- TSA “Cool” With Weed: But They Will Still Call the Cops On You
- U.S. Birthrate Hits 32-Year Low… What Does This Mean for the Economy?
- Dems Livecast Public Reading of the Mueller Report
- Students Are Selling Stocks in Themselves to Pay for College
But They Will Still Call the Cops on You
The TSA has made its stance on traveling with marijuana clear:
It’s fine. As long as we don’t find it. If we do find it, it’s not fine. Although it might be fine. It depends on the situation. (Crystal clear, right?)
In a recent post on its Instagram (which is where I get all my clarifications on complex drug law), the TSA wrote:
“Are we cool? We like to think we’re cool. We want you to have a pleasant experience at the airport and arrive safely at your destination. But getting caught while trying to fly with marijuana or cannabis-infused products can really harsh your mellow.”
Like all good writers, I usually like to pepper articles on marijuana law with bad weed puns. But the TSA is kinda ruining it for me today.
“Let us be blunt. TSA officers DO NOT search for marijuana or other illegal drugs. Our screening procedures are focused on security and detecting potential threats. But in the event a substance appears to be marijuana or a cannabis-infused product, we’re required by federal law to notify law enforcement. This includes items that are used for medicinal purposes.”
The only U.S. agency that has seen you naked says that this includes narcing on passengers who are flying between two states where weed is legal. (Because crossing state lines with a Schedule 1 drug is a federal offense.)
However, law enforcement officials from legalized states chimed in with their two cents. And while the law varies state to state, the general consensus is if you’re carrying less than the legal amount (and you’re not a jerk about it), you’ll get a small fine at most.
Some airports, like McCarran International in Las Vegas, has established “amnesty boxes” where folks leaving the state can dispose of their weed at any time without fear of legal repercussions.
Come Gather Round, Children
If this sounds like the TSA and local law enforcement are sending mixed messages, it’s because they 100% are. (Just tell Vanessa you like her, TSA!)
But the clumsy handling of this situation is just a reflection of the legal limbo marijuana is currently in.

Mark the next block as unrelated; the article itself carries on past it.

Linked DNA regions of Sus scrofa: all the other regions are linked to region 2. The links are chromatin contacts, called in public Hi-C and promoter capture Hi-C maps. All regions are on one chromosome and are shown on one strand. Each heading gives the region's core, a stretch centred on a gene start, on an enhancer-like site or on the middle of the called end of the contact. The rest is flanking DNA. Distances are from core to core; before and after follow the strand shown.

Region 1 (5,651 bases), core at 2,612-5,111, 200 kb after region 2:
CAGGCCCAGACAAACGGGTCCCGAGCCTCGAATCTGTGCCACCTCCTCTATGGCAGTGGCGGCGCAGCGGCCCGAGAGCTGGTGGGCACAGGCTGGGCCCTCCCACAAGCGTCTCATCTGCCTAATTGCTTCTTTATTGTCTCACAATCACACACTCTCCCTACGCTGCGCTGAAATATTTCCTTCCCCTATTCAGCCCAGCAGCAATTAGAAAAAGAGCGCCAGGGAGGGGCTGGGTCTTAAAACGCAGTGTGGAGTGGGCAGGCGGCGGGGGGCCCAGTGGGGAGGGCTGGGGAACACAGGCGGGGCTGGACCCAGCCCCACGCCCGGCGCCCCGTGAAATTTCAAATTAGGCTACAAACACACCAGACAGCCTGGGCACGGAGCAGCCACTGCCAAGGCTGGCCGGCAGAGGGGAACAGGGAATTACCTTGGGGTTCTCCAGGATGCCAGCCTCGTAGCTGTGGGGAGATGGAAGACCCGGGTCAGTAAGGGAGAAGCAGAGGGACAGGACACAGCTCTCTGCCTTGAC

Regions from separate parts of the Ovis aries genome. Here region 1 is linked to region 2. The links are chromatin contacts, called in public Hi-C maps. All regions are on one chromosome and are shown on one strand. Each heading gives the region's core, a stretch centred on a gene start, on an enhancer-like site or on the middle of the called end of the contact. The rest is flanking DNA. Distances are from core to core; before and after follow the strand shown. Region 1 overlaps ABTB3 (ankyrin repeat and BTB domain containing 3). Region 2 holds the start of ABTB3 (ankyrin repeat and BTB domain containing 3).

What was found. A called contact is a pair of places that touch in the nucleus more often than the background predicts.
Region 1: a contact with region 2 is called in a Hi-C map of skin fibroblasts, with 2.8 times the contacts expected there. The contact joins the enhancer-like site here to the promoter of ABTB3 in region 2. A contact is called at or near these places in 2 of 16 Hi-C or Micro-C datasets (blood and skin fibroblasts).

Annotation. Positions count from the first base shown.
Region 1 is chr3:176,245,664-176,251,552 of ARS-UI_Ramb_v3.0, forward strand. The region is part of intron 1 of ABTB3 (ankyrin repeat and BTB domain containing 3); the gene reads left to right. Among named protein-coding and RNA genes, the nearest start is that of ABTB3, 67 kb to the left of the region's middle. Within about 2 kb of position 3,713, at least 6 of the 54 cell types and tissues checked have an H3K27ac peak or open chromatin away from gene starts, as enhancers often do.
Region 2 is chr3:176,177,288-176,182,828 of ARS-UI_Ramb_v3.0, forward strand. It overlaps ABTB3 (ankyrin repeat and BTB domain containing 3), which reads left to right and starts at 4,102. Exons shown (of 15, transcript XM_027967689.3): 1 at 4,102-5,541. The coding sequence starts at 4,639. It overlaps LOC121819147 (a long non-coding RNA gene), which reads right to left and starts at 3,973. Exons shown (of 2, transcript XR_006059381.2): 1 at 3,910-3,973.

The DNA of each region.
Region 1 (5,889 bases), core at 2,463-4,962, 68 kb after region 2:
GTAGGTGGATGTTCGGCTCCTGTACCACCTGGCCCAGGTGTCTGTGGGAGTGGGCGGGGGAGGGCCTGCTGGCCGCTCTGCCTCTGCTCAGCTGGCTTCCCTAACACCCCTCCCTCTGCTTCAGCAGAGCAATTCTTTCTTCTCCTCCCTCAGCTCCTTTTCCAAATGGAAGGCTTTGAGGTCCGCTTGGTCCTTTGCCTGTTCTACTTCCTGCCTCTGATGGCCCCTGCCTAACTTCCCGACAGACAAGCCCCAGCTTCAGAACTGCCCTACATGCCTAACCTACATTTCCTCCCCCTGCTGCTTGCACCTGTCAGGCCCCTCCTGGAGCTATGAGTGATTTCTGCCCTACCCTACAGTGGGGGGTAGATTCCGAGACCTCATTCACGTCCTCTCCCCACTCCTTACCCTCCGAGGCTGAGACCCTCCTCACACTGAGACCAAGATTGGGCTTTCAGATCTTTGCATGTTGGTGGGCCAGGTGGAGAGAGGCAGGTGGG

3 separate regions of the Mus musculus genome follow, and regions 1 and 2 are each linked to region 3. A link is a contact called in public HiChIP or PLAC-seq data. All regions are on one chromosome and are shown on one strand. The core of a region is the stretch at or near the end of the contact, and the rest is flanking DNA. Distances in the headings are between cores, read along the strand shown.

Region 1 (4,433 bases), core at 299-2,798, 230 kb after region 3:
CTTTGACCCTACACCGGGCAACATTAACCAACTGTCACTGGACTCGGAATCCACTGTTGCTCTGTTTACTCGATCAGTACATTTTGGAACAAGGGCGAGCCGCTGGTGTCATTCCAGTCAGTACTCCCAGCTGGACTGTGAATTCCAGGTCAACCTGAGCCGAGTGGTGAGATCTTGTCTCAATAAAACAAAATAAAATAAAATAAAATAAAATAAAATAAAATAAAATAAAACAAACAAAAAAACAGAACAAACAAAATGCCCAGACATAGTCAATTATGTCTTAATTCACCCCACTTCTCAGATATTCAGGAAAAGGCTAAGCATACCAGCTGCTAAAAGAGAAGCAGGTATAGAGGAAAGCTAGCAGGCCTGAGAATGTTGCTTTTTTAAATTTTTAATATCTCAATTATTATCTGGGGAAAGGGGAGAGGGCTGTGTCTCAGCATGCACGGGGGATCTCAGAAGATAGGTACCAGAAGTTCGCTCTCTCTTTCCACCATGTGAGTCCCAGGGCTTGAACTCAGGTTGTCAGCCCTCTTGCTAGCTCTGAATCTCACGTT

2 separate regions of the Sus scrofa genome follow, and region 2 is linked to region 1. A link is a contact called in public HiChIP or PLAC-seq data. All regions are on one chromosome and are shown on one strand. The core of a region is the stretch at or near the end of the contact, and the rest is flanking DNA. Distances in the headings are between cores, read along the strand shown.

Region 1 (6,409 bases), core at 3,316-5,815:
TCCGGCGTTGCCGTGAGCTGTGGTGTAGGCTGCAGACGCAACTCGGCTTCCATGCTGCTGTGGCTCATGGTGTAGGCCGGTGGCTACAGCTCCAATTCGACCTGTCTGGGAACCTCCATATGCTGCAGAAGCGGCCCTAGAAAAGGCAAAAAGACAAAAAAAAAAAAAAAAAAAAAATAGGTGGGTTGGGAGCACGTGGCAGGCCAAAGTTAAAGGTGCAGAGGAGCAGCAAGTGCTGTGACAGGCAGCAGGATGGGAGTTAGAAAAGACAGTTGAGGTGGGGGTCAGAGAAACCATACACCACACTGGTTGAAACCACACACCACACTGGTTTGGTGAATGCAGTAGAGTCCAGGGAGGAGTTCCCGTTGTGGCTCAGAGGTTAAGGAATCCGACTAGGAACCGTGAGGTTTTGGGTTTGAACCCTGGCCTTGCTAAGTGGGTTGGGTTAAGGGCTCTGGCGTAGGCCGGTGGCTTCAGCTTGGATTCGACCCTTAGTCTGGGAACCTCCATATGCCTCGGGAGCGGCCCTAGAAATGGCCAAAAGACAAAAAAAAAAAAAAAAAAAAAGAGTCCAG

Since the passage of the Controlled Substances Act in 1970, marijuana has been classified as a highly illegal Schedule 1 drug. But as one famous weed smoker once said, “the times they are a-changin’.” And the law is “a-changin’” along with it.
In the last decade, 33 states have legalized the medical use of marijuana, while 10 states have made it fully legal for anyone to buy and consume marijuana. (And to eat an entire bag of Taco Bell and watch eight hours of cartoons afterward.)
According to a Gallup poll, national support for legalizing marijuana at the federal level is at a record 66%. And the STATES Act, a bipartisan bill that would leave marijuana enforcement up to the states, could pave the way for widespread legalization.
Even the cops and TSA can see full marijuana legalization is on the way. But most investors are too stuck in their ways to see the explosive potential.
Which leaves open a huge opportunity for regular investors who are paying attention.
Take for example the “Weed-tirement plan.” This massive payout plan, offered by the most profitable company in marijuana, could double your retirement savings starting with as little as $50.
It’s 100% legal. And yet most folks don’t know about it. Click here to become one of the folks “in the know.”
U.S. Birthrate Hits 32-Year Low
In those-darn-millennials-are-ding-donging-up-the-country news, young folks just ain’t poppin’ them out like they used to.
According to a new report by the CDC, the U.S. birthrate is at its lowest point in 32 years. Not since 1986 has the birthrate been so low (and that was due to everybody still being grossed out by New Coke).
The U.S. birthrate fell 2% to 3,788,235 in 2018, the fourth consecutive year the CDC has reported a drop in birth rates.
That may seem like a lot of babies. But the U.S. economy is a ravenously hungry machine, and it gets kinda logy without a fresh injection of workers every year.